Top
20
Doctor insights on: Quickly Ataxia Telangiectasia Treatment

Share
1

1
What treats ataxia telangiectasia!?

What treats ataxia telangiectasia!?

Symptomatic: Ataxia telangiectasia is a genetic condition with no cure. As such, therapy is directed at treating consequences of this disease. For example, it is best to avoid excess radiation (excess x-rays, ct scans) be wary of any signs of infection (due to immune compromise) and be vigilant about signs of malignancy (weight loss, night sweats, etc.). Physical therapy is also recommended for ataxia. ...Read more

Dr. Lawrence Kessler
195 doctors shared insights

Ataxia (Definition)

Ataxia means movements without coordination. People with ataxia have incoordination because the parts of the nervous system that control movement and balance are not working properly. Ataxia can be associated with infections, injuries, or degenerative changes in the central nervous system. Ataxias may be hereditary ...Read more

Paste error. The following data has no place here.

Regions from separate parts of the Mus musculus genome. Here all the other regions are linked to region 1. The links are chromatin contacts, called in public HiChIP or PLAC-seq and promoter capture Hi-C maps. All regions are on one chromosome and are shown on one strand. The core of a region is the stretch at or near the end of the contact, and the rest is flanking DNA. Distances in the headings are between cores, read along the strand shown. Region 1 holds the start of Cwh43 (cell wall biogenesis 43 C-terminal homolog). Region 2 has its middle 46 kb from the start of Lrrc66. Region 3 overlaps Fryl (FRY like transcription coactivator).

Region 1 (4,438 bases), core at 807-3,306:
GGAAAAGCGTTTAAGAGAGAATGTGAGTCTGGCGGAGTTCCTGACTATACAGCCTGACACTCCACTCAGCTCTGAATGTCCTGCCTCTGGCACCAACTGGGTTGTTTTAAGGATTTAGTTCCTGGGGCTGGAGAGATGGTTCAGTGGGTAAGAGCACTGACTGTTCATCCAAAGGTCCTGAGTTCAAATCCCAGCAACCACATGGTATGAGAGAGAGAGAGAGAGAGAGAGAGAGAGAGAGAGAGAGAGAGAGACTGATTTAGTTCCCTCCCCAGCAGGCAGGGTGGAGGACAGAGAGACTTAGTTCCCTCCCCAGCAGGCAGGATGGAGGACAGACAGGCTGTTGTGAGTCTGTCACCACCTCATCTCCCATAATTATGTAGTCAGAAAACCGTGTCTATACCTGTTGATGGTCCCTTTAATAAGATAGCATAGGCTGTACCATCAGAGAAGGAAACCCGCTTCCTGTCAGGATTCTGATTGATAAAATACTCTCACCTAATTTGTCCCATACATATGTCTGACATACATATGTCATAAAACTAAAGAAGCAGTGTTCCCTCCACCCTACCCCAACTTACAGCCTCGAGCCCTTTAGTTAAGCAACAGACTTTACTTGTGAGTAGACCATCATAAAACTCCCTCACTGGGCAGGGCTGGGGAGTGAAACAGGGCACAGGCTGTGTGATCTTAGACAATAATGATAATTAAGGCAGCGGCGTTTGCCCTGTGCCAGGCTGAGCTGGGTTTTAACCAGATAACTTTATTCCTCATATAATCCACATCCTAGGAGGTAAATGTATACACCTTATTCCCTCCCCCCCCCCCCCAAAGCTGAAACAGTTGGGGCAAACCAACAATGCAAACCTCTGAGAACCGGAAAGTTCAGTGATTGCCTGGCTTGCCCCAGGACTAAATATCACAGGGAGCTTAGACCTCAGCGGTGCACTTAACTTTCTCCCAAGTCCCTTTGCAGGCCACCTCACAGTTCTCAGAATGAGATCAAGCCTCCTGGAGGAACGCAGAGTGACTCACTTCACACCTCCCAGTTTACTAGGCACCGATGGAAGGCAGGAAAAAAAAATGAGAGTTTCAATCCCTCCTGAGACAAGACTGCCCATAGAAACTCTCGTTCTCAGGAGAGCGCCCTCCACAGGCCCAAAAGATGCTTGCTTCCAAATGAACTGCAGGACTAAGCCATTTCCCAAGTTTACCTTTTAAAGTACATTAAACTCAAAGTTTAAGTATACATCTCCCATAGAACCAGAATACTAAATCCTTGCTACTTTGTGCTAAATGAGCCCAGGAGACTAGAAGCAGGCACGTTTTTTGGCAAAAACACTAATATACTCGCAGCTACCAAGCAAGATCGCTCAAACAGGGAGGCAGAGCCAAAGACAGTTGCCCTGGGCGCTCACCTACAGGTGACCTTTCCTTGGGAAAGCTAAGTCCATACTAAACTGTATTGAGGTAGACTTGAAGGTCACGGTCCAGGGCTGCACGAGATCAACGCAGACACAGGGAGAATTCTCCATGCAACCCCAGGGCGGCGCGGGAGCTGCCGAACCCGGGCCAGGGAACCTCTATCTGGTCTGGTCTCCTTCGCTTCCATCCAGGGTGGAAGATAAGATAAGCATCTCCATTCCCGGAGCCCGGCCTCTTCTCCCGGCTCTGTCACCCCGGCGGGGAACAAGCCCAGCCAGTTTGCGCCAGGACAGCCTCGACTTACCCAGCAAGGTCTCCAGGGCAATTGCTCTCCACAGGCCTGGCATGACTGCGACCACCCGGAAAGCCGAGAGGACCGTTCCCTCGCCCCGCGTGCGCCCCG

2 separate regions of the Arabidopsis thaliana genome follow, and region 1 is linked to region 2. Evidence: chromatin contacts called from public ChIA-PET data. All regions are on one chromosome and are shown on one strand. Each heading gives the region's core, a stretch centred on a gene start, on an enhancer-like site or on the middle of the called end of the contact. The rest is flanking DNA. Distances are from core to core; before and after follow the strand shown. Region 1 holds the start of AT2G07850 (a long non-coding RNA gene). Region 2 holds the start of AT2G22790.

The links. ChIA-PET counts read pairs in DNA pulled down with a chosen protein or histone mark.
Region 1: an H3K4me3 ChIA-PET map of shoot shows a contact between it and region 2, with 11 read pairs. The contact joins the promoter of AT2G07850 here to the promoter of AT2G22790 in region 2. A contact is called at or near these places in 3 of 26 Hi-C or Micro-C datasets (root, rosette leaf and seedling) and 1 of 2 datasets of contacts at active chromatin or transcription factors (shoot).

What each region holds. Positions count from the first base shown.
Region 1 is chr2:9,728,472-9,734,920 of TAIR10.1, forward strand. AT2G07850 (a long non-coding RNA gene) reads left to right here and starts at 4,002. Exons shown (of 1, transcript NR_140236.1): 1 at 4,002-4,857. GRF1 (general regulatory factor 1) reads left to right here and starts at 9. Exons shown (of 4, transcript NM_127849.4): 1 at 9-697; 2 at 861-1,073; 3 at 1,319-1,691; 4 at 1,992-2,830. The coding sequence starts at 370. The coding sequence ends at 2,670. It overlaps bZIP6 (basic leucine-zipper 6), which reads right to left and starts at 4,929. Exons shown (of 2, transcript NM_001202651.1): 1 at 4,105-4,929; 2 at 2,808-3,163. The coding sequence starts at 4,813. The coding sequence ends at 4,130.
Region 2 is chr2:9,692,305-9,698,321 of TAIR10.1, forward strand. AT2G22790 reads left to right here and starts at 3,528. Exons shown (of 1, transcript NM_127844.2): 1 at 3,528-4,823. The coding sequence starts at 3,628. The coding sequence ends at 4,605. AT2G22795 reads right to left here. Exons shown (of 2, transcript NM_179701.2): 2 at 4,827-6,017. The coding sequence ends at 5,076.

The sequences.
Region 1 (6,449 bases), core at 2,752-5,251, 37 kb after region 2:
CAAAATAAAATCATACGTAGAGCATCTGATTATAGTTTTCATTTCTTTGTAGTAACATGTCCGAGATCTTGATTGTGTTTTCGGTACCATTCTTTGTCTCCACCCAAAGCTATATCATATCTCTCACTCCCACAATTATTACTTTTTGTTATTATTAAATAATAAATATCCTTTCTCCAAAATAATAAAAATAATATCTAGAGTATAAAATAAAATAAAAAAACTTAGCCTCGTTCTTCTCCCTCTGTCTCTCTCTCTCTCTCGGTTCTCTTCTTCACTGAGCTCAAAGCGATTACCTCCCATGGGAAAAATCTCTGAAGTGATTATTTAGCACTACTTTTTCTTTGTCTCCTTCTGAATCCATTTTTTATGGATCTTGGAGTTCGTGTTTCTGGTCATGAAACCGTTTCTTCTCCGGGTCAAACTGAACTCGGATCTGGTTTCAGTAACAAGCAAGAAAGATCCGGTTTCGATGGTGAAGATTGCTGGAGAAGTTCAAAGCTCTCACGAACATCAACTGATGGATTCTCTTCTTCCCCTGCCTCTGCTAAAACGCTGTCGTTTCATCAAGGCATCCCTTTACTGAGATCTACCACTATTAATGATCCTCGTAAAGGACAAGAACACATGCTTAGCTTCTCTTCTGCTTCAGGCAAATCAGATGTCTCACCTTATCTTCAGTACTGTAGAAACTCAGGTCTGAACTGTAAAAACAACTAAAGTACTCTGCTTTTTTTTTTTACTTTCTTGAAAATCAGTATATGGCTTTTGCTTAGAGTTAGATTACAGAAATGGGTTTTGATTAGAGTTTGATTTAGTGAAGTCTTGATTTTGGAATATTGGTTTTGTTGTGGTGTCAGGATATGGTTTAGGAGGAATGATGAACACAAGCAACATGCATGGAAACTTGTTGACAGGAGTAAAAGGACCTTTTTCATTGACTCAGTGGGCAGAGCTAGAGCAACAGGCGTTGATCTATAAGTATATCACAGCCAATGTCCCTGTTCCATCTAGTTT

2

2
How is cerebellar ataxia treated?

How is cerebellar ataxia treated?

Supportively: The commonest acquired causes are alcoholism and viral infections. But many cases are due to genetically determined neurodegeneration. If you drink, stop--you might get better. Gait training and ambulatory aides may help. ...Read more

3

3
Questions on ataxia telangiectasia causes?

Questions on ataxia telangiectasia causes?

Genetic: Ataxia telangiectasia is caused by a genetic mutation. It is transmitted in an autosomal recessive fashion. This means that for a child to get the disorder, they need to get one damaged chromosome from both parents. Because the parents only had one damaged chromosome, they are not affected; however, the child with two damaged chromosomes, will show signs of the disease. ...Read more

4

4
Can preimplantation genetic diagnosis testing work on diagnosising ataxia telangiectasia?

Can preimplantation genetic diagnosis testing work on diagnosising ataxia telangiectasia?

Perhaps: It is a genetic disorder with the parents acting as carriers. Atcp.Org might be a good starting place to investigate genetic counseling prior to conception and try to evaluate your risk. ...Read more

5

5
What treatment is best for friedreichs ataxia?

What treatment is best for friedreichs ataxia?